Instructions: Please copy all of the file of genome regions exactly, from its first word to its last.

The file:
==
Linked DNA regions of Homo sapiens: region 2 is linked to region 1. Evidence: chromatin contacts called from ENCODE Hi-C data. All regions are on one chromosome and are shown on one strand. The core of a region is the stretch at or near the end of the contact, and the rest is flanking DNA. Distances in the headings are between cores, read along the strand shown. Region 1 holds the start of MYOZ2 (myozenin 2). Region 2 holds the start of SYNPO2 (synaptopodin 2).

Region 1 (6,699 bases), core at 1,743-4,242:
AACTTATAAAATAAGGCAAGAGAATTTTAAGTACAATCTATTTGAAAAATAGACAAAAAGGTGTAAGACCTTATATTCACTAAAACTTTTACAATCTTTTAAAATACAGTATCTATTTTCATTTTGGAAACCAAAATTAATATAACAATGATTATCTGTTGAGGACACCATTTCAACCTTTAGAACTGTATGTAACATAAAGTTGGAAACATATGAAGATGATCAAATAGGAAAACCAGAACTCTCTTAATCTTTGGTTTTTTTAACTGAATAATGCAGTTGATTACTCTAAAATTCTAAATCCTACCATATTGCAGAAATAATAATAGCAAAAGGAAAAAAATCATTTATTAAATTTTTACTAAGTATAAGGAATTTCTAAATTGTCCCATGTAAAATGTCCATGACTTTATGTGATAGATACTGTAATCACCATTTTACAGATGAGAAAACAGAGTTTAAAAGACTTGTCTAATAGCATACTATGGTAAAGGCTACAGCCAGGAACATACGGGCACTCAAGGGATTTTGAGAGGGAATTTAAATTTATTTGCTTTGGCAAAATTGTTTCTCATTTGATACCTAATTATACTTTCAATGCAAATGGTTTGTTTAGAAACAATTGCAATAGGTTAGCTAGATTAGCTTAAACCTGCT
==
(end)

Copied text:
Linked DNA regions of Homo sapiens: region 2 is linked to region 1. Evidence: chromatin contacts called from ENCODE Hi-C data. All regions are on one chromosome and are shown on one strand. The core of a region is the stretch at or near the end of the contact, and the rest is flanking DNA. Distances in the headings are between cores, read along the strand shown. Region 1 holds the start of MYOZ2 (myozenin 2). Region 2 holds the start of SYNPO2 (synaptopodin 2).

Region 1 (6,699 bases), core at 1,743-4,242:
AACTTATAAAATAAGGCAAGAGAATTTTAAGTACAATCTATTTGAAAAATAGACAAAAAGGTGTAAGACCTTATATTCACTAAAACTTTTACAATCTTTTAAAATACAGTATCTATTTTCATTTTGGAAACCAAAATTAATATAACAATGATTATCTGTTGAGGACACCATTTCAACCTTTAGAACTGTATGTAACATAAAGTTGGAAACATATGAAGATGATCAAATAGGAAAACCAGAACTCTCTTAATCTTTGGTTTTTTTAACTGAATAATGCAGTTGATTACTCTAAAATTCTAAATCCTACCATATTGCAGAAATAATAATAGCAAAAGGAAAAAAATCATTTATTAAATTTTTACTAAGTATAAGGAATTTCTAAATTGTCCCATGTAAAATGTCCATGACTTTATGTGATAGATACTGTAATCACCATTTTACAGATGAGAAAACAGAGTTTAAAAGACTTGTCTAATAGCATACTATGGTAAAGGCTACAGCCAGGAACATACGGGCACTCAAGGGATTTTGAGAGGGAATTTAAATTTATTTGCTTTGGCAAAATTGTTTCTCATTTGATACCTAATTATACTTTCAATGCAAATGGTTTGTTTAGAAACAATTGCAATAGGTTAGCTAGATTAGCTTAAACCTGCT